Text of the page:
My local ferry, Seastreak, has been running a cruise to Bear Mountain, NY. I remember the local tv commercials in the 1960s, advertising a similar cruise from NYC. I think Bob Dylan must have seen those commercials too. He basically did a Yelp review in the folksinging form and style of Woody Guthrie, way back then.
So, thanks to Dylan's review, we decided maybe we should drive instead. I do think the boat ride is a better way to go, if you go for the Octoberfest, because you don't want to be driving afterwards. It was a bit wild when we got there. At noon there were crowds in the beer garden, already chugging and cheering. (You can also get a glass of wine, but it does not flow as freely.) We had some Octoberfest food and drink. The park is really beautiful, but full of people. After hiking a bit, we got in the car to explore the area.
An unexpected delight, we found Manitoga, the home and design center of Russel Wright. His home, called Dragon Rock, is incredible. Look how it is nestled in the rock and trees. As you approach it from the forest, it slowly dawns on you that there is a building. The stepping stone bridge is fabulous. Aww...live there and you can be inspired to define the mid-Century Modern style!
Just down the road, we found Boscobel house and gardens. The views are breathtaking, reminding me of 18th century folk painting scenes. I especially loved the herb garden.
Next post, I'll share the contemporary metal sculpture that I found on the grounds of Boscobel. As a metalsmith, it fascinated me.
Have you ever been to the Bear Mountain and Hudson River Valley region? There are many more interesting places to visit there. I'd like to explore the area some more. Let me know your favorite spots.
I was recently up near Bear Mountain, near West Point in NY. There was reference to "The Great Chain" in 1777 made to defend the Hudson River from the British. It was a forged iron chain, 1800 feet long. In this photo is a relic of the chain. One link is big as a bench. (There's more info and a better picture at this link.)
Is that cool or what? A chain big enough to stop ships! Sounds like something out of a pirate movie! And the story gets even more fascinating. This chain was the reason Benedict Arnold was discovered as a traitor. He was found out by a female spy named Sally Townsend, who's brother was a member of George Washington's Culper Ring of spies. (Read about the Culper Ring on Wiki..wow, history has such good stories!)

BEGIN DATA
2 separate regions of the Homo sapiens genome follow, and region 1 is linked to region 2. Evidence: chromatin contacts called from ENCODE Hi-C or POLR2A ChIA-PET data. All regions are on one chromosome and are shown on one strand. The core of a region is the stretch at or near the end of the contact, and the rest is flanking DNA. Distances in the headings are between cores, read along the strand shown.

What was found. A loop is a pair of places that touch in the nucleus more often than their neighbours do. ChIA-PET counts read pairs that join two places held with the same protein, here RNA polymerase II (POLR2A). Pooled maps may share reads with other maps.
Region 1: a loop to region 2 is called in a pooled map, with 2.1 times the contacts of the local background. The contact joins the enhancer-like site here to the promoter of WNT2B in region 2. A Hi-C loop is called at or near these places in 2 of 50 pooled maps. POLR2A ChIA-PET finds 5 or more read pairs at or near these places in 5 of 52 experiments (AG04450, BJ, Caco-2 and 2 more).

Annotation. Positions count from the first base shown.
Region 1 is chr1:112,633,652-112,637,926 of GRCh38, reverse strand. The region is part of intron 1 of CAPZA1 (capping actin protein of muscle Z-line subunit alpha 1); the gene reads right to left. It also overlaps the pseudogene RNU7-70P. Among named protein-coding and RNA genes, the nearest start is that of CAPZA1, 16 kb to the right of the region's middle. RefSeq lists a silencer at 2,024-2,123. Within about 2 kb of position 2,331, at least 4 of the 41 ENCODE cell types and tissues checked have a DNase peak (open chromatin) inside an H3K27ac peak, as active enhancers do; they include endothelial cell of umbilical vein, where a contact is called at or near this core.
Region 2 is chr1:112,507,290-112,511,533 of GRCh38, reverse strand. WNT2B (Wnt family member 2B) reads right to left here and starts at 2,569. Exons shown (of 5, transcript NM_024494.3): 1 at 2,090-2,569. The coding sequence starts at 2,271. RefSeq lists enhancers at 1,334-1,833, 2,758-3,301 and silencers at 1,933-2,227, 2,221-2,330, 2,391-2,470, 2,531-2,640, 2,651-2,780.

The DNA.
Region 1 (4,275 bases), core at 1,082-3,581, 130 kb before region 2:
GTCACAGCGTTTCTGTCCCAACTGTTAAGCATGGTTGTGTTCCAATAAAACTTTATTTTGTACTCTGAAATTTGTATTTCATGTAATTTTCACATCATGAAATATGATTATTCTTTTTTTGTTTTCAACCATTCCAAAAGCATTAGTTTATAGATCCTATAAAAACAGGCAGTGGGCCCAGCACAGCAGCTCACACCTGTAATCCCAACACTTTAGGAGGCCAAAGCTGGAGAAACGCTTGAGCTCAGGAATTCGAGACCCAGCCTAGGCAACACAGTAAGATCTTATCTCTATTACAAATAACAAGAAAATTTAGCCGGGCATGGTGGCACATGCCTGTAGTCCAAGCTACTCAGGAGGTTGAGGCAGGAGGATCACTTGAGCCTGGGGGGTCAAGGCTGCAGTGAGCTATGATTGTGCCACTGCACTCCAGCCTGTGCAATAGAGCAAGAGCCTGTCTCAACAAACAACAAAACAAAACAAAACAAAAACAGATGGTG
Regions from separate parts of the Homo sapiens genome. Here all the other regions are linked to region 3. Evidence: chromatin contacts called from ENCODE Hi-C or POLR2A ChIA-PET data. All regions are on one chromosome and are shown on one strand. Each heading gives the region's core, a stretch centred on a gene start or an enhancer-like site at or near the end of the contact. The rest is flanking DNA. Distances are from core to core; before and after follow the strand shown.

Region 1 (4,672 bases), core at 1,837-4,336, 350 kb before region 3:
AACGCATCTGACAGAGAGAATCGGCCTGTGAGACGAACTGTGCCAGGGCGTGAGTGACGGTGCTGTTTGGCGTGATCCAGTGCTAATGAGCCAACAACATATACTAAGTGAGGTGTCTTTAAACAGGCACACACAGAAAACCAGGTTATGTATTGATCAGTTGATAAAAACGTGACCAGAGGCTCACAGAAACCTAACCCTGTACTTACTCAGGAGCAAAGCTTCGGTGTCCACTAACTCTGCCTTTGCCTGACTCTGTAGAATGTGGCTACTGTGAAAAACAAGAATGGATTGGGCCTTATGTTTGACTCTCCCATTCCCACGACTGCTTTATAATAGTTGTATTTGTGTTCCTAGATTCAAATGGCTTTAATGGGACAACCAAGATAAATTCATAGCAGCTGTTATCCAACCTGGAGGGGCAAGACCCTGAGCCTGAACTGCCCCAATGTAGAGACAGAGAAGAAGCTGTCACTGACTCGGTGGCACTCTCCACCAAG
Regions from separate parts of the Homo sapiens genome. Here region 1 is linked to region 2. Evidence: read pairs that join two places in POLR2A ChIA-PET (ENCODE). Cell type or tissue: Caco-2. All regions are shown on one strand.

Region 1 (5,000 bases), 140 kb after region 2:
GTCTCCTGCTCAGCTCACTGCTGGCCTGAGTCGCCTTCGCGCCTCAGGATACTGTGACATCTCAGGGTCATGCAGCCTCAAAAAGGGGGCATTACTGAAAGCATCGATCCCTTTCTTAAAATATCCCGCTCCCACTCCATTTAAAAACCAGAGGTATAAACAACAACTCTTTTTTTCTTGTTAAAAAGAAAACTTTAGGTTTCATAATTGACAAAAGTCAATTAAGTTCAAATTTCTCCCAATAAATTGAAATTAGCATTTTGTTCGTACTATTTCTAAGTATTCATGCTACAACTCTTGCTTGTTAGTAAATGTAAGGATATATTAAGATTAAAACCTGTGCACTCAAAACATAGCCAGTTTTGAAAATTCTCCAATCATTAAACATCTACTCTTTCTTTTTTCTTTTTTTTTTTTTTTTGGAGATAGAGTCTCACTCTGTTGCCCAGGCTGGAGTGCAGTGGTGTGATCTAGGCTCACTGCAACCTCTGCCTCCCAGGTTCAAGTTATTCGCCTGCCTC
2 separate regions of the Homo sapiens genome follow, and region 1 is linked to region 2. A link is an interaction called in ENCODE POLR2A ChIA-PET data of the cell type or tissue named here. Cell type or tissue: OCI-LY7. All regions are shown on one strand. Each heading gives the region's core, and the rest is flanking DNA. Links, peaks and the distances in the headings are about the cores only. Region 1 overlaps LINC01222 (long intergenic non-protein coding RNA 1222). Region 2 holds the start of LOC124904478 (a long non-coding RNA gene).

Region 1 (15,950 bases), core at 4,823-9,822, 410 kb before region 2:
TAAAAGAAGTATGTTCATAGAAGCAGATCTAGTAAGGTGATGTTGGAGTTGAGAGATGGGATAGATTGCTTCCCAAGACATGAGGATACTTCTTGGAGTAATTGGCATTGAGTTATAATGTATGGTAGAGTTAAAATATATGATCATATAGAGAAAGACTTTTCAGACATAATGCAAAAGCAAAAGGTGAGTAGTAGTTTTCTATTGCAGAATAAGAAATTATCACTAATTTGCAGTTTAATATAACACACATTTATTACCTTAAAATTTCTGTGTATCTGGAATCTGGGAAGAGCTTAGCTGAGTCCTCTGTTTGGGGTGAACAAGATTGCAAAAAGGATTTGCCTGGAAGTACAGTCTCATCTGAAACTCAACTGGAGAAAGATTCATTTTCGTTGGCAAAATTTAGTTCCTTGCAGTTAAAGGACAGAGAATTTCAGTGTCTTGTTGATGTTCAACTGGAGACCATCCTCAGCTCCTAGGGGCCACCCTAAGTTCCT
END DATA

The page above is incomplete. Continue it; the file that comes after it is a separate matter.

So, I started thinking, how is something like this made? I know how to make chain small enough to wear, but never thought about how super large chain is made. I realized chain used on ships must be made the same way.
Well, it takes alot of muscle and teamwork. Check out this antique video of chain and anchor making. I find it fascinating.
Thanks to Warren Townsend for giving me the link to this great video. You can see Warren's wonderful metal work on his website, Metalrecipes.
Here's my own tiny version of a great chain, big enough to make a ring around your finger! I first made this a few years ago. Now, I'm inspired to make some super thick chains for a bracelet or necklace.
Betrayed by a Beautiful Day...Never again to Love a September Sun..
This morning, while walking the beach I tried hard to think what to share on the blog today. Only bits of an unwritten poem came to me.
But on returning home, I saw a message from my sweet (and beautiful and funny) sister-in-law, Ann Wason Moore. She is a writer at Thrifty Fashionista, an Australian publication full of great fashion tips and reviews.
Today, she wrote a blog post, entitled Stars and Stripes, featuring my jewelry and her thoughts on this anniversary of September 11th.
One of the positive things that I remember from 11 years ago, was the concern and support that came from all across the world. Thank you, Ann, for reminding me of that.
On the beach this morning, I could see the rising tower of Freedom, finally replacing the hole in the skyline, slowly repairing the hole in our hearts.
Mary Lu Wason
is a studio jeweler. Here she shares the inspirations, discoveries and process of creating her art jewelry collections.
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